As a former teacher, I know that having your child's teacher contact you about a behavioral issue is pretty much the last resort. As someone who hates confrontation, I tried every trick in the book to get a kid to behave before calling their parents. After all, many parents got quite defensive about their kids and refused to believe that THEIR child would talk too much, throw paper, cheat, etc.
So, when Sydney's teacher pulled me aside last week and said, "Can I talk to you about Sydney's behavior?", my heart sank.
Apparently, the teacher asked her to join the other kids in the eating area for lunch and she refused. She wanted to keep playing with the dolls instead of stopping to eat her lunch. I don't know how the teacher finally got her to comply, but all I had to hear was that she argued with the teacher.
I assured the teacher that this would not happen again and spent the afternoon thinking of a possible punishment for the next time the teacher informed me that Sydney argued. Ryan agreed with me that the newest Barbie (a really icky old one that once belonged to me) that my mother had just given her would be returned to its previous home should we get another negative behavioral report.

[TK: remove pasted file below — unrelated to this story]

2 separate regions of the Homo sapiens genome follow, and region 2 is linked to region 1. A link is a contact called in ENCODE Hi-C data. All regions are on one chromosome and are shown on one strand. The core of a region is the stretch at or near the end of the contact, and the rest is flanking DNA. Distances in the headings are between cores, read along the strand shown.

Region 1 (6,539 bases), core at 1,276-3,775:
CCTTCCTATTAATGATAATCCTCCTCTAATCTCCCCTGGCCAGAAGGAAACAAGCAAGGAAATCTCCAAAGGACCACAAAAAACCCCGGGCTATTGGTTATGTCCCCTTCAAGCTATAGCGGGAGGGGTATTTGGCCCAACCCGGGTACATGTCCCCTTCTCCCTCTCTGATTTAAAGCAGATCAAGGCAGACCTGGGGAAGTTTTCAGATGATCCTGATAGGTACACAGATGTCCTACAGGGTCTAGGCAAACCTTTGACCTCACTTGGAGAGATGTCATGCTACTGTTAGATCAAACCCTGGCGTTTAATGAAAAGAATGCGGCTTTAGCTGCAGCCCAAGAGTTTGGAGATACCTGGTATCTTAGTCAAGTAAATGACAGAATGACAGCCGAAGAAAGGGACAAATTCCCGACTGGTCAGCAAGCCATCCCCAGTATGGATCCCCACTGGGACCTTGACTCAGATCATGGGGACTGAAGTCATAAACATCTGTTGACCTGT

The next school day, I had Sydney tell her teacher what would happen if she argued again and I then asked the teacher to let me know if the insubordination ceased or continued. Thankfully, Sydney complied with all directives that day and we didn't have to follow through with our punishment, but the threat of it still looms over her head.
I don't like punishing my kids. It makes them sad and then it makes me sad, but I refuse to raise mean, spoiled kids. I've seen how kids who get away with talking back at a young age act when they are teenagers You know, they are the ones that have teachers dreading the school year when they see their names on the rolls. They are the ones that get whispered about in the teacher's lounge during conference periods and lunch time.
Those will not be my kids.
There seems to be a fine line between making your kids behave and breaking their little spirits. I certainly do not want to break Sydney's spirit, but she has to learn that she cannot have everything that she wants. It's such a hard lesson to learn. And an even harder one to teach.
Two Weeks Later
2 days ago